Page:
Senate bill that would allow state AG to intervene at the county level dies

Senate bill that would allow state AG to intervene at the county level dies

A Senate bill that would give Indiana’s attorney general the power to interfere in a county prosecutor’s decision died in the House.

The bill was introduced last month and passed in the Senate, but it was not heard in the House. Under the bill, the attorney general could request the appointment of an outside special prosecutor if a county prosecutor refuses to “outright” prosecute certain crimes.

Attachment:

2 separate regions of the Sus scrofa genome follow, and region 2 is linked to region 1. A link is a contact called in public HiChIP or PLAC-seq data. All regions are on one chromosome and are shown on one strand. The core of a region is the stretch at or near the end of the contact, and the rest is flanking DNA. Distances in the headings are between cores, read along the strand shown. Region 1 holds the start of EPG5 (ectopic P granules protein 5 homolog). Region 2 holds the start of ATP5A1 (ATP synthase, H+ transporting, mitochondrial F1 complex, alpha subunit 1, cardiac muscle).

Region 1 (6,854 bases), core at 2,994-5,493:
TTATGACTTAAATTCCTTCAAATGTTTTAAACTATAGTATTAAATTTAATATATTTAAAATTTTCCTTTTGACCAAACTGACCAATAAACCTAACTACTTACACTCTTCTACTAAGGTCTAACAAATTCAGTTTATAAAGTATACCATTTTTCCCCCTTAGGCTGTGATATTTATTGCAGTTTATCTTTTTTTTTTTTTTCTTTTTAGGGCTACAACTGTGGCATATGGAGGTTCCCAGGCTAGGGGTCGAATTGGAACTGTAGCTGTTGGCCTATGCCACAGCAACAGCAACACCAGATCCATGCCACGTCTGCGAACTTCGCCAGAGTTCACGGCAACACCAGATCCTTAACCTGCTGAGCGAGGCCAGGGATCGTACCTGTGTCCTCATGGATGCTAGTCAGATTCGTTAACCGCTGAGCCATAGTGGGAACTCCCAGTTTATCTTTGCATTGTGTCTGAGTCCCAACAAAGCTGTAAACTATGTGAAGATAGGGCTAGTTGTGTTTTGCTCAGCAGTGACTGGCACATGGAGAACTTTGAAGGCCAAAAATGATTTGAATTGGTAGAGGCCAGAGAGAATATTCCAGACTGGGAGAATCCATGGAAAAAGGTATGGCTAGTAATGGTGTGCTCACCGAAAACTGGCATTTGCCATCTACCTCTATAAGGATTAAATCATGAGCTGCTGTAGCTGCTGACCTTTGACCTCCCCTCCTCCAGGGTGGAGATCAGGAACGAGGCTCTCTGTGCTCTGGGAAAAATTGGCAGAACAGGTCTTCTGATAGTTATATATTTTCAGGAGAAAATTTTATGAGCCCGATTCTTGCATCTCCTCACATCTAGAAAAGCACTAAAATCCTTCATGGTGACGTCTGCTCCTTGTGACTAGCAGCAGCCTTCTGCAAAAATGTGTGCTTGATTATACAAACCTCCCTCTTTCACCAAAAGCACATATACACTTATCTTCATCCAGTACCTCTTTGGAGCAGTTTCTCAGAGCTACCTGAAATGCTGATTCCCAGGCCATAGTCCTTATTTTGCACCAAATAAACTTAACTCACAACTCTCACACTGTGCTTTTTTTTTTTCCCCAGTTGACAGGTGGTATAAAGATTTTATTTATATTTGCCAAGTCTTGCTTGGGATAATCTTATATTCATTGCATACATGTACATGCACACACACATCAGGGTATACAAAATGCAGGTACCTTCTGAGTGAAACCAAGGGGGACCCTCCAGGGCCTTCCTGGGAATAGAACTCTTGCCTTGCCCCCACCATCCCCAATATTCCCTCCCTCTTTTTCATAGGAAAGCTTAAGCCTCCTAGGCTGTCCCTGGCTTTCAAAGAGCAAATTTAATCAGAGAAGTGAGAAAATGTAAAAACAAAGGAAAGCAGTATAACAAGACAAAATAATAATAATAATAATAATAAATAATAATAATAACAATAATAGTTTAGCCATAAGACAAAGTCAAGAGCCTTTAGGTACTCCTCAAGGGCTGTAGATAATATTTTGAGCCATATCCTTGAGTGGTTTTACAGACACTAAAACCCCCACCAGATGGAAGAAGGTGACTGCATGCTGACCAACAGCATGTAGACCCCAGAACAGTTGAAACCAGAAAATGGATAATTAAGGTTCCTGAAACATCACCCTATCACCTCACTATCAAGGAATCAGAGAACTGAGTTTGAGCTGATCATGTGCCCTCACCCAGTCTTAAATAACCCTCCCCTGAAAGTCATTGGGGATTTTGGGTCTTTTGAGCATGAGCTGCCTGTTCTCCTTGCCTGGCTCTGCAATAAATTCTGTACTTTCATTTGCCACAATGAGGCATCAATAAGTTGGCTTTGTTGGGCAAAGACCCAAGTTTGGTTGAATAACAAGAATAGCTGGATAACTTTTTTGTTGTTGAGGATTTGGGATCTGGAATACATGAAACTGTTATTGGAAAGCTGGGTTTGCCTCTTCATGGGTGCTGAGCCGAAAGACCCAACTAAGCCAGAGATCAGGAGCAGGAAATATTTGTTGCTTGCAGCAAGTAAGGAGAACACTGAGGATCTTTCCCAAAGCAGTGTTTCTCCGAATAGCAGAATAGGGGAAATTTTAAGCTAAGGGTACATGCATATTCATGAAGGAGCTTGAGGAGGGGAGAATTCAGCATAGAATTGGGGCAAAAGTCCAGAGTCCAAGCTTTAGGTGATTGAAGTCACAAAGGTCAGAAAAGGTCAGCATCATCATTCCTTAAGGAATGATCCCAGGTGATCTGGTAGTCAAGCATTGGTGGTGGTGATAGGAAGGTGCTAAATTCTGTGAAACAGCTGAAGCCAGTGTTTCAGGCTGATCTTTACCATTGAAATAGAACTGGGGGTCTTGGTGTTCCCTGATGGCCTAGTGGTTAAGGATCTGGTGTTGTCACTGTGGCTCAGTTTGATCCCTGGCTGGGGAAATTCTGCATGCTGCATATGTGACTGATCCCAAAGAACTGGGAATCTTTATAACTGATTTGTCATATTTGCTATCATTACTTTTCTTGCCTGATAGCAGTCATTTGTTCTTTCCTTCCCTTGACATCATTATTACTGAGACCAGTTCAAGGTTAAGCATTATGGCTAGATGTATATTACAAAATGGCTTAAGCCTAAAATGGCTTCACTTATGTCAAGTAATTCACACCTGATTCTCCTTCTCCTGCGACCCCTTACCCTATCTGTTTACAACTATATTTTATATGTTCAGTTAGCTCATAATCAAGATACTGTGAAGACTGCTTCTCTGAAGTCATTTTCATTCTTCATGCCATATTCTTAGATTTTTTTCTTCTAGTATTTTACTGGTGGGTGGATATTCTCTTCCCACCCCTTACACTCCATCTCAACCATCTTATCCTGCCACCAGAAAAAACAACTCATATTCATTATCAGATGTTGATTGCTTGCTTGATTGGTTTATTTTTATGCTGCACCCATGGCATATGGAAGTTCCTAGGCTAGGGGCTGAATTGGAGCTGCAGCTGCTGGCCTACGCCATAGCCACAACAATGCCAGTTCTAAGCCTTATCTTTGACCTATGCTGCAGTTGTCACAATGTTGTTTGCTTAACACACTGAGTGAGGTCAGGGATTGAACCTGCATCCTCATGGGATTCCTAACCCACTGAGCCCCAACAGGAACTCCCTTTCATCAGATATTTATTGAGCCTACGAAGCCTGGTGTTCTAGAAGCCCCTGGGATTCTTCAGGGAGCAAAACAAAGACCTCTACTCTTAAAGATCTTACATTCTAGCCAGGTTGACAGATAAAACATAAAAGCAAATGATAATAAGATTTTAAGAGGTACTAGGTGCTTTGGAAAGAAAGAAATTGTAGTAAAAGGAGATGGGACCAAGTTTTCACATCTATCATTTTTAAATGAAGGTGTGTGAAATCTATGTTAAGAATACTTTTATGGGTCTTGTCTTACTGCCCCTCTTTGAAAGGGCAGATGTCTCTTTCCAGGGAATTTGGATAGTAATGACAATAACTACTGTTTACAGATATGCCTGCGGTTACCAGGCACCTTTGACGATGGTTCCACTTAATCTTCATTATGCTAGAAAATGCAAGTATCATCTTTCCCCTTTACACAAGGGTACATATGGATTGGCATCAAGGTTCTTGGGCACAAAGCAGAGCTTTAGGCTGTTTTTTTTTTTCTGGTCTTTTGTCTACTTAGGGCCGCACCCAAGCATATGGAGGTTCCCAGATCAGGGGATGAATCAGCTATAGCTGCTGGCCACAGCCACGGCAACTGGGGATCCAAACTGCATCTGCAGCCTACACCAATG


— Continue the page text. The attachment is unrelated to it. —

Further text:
The bill’s author, Sen. Michael Young (R-Indianapolis), referenced Marion County District Attorney Ryan Mears’ decision not to prosecute simple marijuana possession cases.

Mears announced in 2019 that he would not press charges against those in possession of less than an ounce of marjuana because such cases disproportionately affect people of color.

During a committee hearing last month, Young pointed out that the bill had been in the works since Mears took office.

Although the bill itself is dead, the wording could be changed in another bill since it passed the Senate.


Contact WFYI criminal justice reporter Katrina Pross at [email protected] Follow on Twitter: @katrina_pross.


Pross is a member of the body of Report for Americaan initiative of The GroundTruth Project.


Norman D. Briggs